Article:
Abderrahim Abdellaoui, 57, picked me up at the metro stop in Aubervilliers, and greeted me with a smile. “This is where the sun is,” he told me. “I used to live in Paris, but there’s no sun there. Aubervilliers has the sun.”
His warmth was a welcome contrast to the icy December weather, just days into an abrupt shift from fall to winter. Thick clouds packed the sky, and Aubervilliers’s towering gray projects didn’t add much color.
“Everyone is afraid of the 93,” he said, referring to Seine-Saint-Denis, the low-income department just northeast of Paris that includes Aubervilliers and is home to numerous immigrant communities. “But when you come here, when you talk to people, you’ll see that it’s one of the richest places in France.” He parked in front of a sprawling public-housing project, known as the cent douze, or 112—for its address, 112 Rue Hélène Cochennec.
Seine-Saint-Denis, historically an industrial hub for immigrant workers, gained notoriety in 2005 when riots broke out in one of its townships, Clichy-sous-Bois, after two teenagers were electrocuted while hiding in a shed that housed a transformer to escape police pursuit. The ensuing riots rocked France and cast a shadow on Paris’s banlieues, or suburbs. Thousands of cars and hundreds of buildings were burned, and some 6,000 people were arrested. The government declared a state of emergency, and 13 years later, the area’s bad reputation remains. Seine-Saint-Denis is the poorest department in metropolitan France.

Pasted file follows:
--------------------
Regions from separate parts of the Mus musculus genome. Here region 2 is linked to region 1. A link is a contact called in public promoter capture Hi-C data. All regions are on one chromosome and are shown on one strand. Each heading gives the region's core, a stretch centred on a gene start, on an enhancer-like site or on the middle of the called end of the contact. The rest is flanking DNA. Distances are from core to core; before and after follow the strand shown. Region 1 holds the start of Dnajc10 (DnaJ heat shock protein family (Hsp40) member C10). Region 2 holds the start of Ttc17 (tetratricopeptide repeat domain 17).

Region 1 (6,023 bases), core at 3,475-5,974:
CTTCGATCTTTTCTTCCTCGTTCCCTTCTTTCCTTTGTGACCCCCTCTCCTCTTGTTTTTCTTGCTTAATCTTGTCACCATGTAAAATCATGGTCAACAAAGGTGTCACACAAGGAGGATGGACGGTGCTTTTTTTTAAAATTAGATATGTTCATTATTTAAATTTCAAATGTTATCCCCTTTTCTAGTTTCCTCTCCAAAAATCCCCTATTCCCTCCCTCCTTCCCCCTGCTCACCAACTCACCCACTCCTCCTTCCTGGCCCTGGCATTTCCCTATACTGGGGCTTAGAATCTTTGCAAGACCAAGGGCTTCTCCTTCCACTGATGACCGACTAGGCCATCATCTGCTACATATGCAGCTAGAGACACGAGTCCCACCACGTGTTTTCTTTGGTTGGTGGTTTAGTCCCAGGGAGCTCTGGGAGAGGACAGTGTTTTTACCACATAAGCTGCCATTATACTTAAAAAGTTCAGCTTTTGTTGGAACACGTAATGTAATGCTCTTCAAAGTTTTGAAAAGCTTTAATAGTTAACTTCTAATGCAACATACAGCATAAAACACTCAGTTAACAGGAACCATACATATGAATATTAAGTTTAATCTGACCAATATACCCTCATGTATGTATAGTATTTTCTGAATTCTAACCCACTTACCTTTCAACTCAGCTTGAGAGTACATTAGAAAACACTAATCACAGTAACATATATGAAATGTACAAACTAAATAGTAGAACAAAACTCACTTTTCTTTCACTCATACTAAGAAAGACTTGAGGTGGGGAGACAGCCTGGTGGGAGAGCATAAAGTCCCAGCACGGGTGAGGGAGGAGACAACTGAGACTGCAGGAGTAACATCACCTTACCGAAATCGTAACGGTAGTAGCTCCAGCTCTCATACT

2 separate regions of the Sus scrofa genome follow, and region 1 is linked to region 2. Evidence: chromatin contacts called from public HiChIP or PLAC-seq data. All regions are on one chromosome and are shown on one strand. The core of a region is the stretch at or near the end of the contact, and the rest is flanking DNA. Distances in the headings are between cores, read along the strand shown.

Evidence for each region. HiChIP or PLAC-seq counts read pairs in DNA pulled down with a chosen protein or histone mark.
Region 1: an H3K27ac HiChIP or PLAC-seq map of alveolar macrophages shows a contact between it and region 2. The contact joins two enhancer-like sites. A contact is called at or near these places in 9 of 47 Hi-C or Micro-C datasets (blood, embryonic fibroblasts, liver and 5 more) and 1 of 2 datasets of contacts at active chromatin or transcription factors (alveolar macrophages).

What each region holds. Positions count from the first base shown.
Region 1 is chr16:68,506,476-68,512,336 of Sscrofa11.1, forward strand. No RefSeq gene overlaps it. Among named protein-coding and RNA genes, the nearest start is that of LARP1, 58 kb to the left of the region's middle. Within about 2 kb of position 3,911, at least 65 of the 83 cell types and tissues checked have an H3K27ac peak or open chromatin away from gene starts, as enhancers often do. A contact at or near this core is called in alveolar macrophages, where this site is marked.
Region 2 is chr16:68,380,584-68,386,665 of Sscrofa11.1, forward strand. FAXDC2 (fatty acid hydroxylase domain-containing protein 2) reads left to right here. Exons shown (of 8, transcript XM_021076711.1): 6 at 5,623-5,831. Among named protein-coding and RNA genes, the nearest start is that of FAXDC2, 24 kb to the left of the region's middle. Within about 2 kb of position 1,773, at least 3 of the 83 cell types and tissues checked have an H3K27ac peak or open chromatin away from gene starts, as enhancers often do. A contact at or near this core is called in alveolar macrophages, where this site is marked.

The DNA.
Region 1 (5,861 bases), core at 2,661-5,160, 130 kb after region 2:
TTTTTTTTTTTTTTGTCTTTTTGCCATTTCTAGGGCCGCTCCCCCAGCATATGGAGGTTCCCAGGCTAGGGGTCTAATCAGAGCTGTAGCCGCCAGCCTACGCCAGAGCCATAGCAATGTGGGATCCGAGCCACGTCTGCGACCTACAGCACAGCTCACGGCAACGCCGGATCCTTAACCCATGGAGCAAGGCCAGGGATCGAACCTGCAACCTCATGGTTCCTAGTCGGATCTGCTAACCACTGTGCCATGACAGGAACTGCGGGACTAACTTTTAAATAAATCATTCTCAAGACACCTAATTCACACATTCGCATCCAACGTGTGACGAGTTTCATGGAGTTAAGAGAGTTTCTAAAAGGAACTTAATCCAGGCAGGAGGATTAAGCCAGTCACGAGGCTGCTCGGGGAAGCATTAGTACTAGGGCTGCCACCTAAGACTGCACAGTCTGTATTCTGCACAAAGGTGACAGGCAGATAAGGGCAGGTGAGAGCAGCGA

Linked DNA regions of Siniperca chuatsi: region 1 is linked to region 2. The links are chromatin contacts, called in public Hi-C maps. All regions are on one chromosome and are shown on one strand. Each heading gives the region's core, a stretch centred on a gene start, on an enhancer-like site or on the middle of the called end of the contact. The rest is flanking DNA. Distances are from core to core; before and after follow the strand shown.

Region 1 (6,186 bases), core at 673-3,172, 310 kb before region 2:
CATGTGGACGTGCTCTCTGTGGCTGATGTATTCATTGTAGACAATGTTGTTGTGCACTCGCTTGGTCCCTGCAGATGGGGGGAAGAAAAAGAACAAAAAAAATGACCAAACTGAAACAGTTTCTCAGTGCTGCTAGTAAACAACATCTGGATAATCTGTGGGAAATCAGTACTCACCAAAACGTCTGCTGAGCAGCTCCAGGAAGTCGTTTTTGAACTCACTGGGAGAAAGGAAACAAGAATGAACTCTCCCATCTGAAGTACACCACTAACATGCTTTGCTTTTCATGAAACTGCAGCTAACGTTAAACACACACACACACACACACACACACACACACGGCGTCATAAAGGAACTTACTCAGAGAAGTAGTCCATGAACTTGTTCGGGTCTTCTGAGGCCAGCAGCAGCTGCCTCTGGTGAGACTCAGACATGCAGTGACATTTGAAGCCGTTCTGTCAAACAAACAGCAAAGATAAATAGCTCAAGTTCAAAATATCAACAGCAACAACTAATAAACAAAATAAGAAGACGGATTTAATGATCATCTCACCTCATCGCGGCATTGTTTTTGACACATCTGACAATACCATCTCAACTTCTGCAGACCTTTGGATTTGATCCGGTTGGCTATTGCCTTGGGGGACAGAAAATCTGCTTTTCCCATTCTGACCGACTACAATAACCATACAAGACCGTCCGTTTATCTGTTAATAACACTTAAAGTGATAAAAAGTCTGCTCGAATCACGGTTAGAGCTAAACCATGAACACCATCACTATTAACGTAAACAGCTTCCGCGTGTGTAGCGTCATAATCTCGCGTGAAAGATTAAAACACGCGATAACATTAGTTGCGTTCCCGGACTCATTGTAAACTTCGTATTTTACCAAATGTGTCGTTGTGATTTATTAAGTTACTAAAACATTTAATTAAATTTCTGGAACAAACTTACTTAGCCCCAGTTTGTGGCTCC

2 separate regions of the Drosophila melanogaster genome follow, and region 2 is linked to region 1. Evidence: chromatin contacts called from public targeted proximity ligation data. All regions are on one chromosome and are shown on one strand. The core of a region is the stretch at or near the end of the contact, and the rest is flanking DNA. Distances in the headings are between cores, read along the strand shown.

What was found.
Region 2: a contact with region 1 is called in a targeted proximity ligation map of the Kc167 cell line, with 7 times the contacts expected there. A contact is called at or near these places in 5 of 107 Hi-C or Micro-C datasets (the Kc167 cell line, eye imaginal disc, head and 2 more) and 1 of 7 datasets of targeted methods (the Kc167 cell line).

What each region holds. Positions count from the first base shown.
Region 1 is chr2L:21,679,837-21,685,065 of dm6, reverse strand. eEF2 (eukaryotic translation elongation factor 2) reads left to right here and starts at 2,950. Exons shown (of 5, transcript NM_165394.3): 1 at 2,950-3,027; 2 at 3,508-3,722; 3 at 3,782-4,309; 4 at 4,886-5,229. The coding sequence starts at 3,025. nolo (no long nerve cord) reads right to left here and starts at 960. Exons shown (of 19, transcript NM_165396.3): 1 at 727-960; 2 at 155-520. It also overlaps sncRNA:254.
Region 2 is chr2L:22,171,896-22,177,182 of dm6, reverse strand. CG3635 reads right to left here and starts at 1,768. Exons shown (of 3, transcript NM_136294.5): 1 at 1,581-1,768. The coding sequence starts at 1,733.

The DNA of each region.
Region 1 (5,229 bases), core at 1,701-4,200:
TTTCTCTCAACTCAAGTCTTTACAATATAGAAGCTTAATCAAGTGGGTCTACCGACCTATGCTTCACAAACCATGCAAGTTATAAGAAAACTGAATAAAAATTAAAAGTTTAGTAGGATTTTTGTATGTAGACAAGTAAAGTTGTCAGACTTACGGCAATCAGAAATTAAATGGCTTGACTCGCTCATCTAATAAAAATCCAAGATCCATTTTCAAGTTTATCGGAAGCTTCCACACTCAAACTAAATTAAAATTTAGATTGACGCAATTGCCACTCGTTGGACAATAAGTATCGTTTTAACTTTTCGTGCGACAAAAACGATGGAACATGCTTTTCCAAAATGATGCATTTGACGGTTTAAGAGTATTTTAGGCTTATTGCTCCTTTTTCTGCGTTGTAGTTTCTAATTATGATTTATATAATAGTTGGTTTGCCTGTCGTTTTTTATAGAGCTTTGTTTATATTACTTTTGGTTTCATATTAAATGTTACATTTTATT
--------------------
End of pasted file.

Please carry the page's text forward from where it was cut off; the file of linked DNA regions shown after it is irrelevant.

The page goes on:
Abdellaoui migrated to France from Algeria in 1991, at the onset of the civil war. He eventually settled in Aubervilliers, a township of about 80,000 that neighbors Paris’ 19th arrondissement. He’s friendly and open, and as we walked around the neighborhood, he stopped every couple of minutes to say hello to residents, asking them how they were and how their families were doing.
“Before I got to the 112, even the police wouldn’t come in,” he said, shaking his head, before adding proudly that he “brought order to the neighborhood.” But while security there has improved in the past two decades, many of the residence’s youth are still unemployed. So Abdellaoui took it upon himself to chip away at the stereotypes plaguing many banlieue youth and help them find jobs.
“There are kids here that have never left the projects, that never see the ocean.” Sometimes, he said he organizes group trips to Paris—just a couple of miles away—to “show them that it exists.” Once they get off the metro, he added, police swarm: Black and Arab young men are stopped 20 times more often than the rest of the population, and are regularly subjected to the French equivalent of stop-and-frisk.